Outside the Asylum: "How the Next Civil War Will Begin"

Archbishop Chaput: "Systematic Discrimination Against Church Now Seems Inevitable"

Pope Critical of Labour’s "Unjust" Equality Laws Ahead of UK Visit

Same-Sex "Marriage" and Religious Liberty

Bork Predicts “Terrible Conflict” Will Endanger U.S. Catholics’ Religious Freedom

Same-Sex "Marriage" and the Persecution of Civil Society

InsideCatholic on "The Unintended Consequences of Gay Marriage"

Secularist Attacks on the Catholic Church in Britain

Regular Guy Paul on What's Next for Same-Sex "Marriage"

Catholic Provocation?

Federal Judge: Catholic Church’s Position Against Homosexual Adoptions Justifies Government Hostility Towards Church

San Francisco's Hateful Anti-Catholic Resolution Prompts Lawsuit by Thomas More Center

Catholic League Says Gay Adoption Issue Spurring Anti-Catholic Bigotry

9th Circuit Rules Okay to Censor Terms "Marriage" and "Family Values" as Hate Speech

UK Catholic Schools Endangered by Sexual Orientation Regulations

Official Anti-Catholic Bigotry Returns to British Parliament

"A Charter for Suing Christians"

A Catholic Londoner on "The Last Acceptable Prejudice"

British Bishops: U.K. Sex Equality Law "Threatens Catholic Adoption Agencies"

UK: Churches "Could be Forced to Bless Gay Weddings"

The Coming Persecution of Churches Over "Gay Marriage"

The Coming Conflict Between Same-Sex "Marriage" and Religious Liberty

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Tuesday, March 12, 2013

Got Pope?


Vincenzo Pinto / AFP / Getty Images

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Friday, March 08, 2013

Angry Old White Man

John McCain railing against Rand Paul's appeal to "impressionable" kids in dorm rooms is so politically tone deaf and out of touch that it makes Clint Eastwood look like a breath of fresh air by comparison. Yesterday, in a textbook example of EVERYTHING that is wrong about John McCain, just after scolding Paul on the Senate floor, McCain lamented the retirement announcement of 78-year-old Democrat Sen. Carl. Levin who has been in the Senate FOR 35 YEARS ... since the Carter Administration.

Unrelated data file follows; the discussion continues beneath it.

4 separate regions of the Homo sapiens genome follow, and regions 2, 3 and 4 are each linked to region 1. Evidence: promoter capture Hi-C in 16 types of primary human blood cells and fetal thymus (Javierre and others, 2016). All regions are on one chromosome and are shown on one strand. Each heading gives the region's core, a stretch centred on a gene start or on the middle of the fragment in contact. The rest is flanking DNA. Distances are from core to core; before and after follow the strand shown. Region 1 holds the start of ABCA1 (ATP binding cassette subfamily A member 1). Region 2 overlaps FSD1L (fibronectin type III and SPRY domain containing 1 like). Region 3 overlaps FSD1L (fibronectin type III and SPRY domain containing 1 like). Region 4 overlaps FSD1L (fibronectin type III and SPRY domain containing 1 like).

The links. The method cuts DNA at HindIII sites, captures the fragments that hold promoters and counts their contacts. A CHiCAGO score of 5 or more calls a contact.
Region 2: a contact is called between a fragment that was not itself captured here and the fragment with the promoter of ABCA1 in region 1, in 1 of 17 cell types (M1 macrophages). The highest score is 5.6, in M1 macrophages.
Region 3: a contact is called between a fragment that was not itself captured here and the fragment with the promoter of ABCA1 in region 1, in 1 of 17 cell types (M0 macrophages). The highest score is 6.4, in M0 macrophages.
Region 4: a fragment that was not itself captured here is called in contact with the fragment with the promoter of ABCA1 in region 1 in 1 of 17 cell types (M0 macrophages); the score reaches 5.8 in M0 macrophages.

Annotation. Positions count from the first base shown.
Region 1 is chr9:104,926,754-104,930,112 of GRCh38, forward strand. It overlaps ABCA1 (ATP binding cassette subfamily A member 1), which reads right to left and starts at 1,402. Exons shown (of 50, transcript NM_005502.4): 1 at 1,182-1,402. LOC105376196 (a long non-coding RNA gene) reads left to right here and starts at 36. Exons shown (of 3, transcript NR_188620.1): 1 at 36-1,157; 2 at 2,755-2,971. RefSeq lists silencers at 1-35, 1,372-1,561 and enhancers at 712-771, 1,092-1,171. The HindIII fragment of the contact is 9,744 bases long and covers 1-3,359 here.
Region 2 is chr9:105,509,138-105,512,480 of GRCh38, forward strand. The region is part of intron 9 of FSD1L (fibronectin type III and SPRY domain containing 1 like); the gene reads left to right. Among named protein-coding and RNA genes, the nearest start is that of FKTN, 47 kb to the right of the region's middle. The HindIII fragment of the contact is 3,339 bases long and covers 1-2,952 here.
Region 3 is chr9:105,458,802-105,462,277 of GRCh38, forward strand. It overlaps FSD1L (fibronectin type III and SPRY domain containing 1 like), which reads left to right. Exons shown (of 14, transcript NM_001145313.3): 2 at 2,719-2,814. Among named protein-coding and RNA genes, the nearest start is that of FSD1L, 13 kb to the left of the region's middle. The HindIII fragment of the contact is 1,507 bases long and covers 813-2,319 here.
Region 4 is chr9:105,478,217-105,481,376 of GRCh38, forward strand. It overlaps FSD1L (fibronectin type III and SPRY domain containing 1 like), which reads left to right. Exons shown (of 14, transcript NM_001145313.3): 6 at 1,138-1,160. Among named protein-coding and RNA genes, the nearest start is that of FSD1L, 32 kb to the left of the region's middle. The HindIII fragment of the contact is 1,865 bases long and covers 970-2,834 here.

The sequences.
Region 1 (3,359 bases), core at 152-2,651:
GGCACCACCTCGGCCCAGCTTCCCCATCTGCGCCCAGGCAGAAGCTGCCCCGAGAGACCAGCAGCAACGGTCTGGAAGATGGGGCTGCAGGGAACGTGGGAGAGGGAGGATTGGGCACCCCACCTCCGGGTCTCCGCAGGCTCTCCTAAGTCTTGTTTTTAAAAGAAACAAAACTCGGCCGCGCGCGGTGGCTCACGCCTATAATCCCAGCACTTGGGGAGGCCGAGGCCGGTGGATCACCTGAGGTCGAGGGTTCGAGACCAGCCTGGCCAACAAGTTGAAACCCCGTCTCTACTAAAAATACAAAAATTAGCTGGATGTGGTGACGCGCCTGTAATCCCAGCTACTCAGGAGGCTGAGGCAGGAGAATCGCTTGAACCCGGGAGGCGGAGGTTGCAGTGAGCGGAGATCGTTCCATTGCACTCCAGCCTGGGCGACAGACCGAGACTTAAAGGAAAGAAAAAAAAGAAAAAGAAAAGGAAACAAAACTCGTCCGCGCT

McCain's world: young upstarts inspiring people to take our liberties seriously and challenging the perpetual war establishment ... bad; crusty old farts clinging to power and enriching themselves on the public teet until they're octogenarians ... good.

Remember ... John McCain got absolutely SLAUGHTERED in a presidential campaign in large part because his opponent was able to inspire young people to turn out in droves for him. Apparently, "Maverick" hasn't taken the lesson to heart. He and his girlfriend Lindsey Graham represent the hyper-militarist, neo-con old guard of the GOP. Hopefully, they are a dying breed.

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Thursday, March 07, 2013

Today is the 8th Anniversary of this Blog

Time flies.

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NOW He Tells Us

Where was THIS Anthony Kennedy 21 years ago when the Casey decision came down?

Justice Anthony Kennedy concerned that so many charged issues are shifting to US Supreme Court

Justice Anthony Kennedy says he is concerned that the U.S. Supreme Court is increasingly the venue for deciding politically charged issues such as gay marriage, health care and immigration. The 76-year-old associate justice said Wednesday that major policies in a democracy should not depend “on what nine unelected people from a narrow legal background have to say.” [ED.: Channeling our colleague Justice Scalia, are we?]

Rather, he said, it is important for political leaders to show the world that democracy works through compromise. [ED.: Which is EXACTLY what overturning Roe v. Wade 21 years ago would have allowed.]
(emphasis and editorial commentary added)

My Comments:
Like Ed Morrissey, I'm wondering if it's time for pro-lifers to throw caution to the wind and start doing all across the country what Arkansas has recently done by placing strict time limits on abortion. Heck, go all the way and start enacting some outright bans. It's time for the federal courts to catch up with science anyway.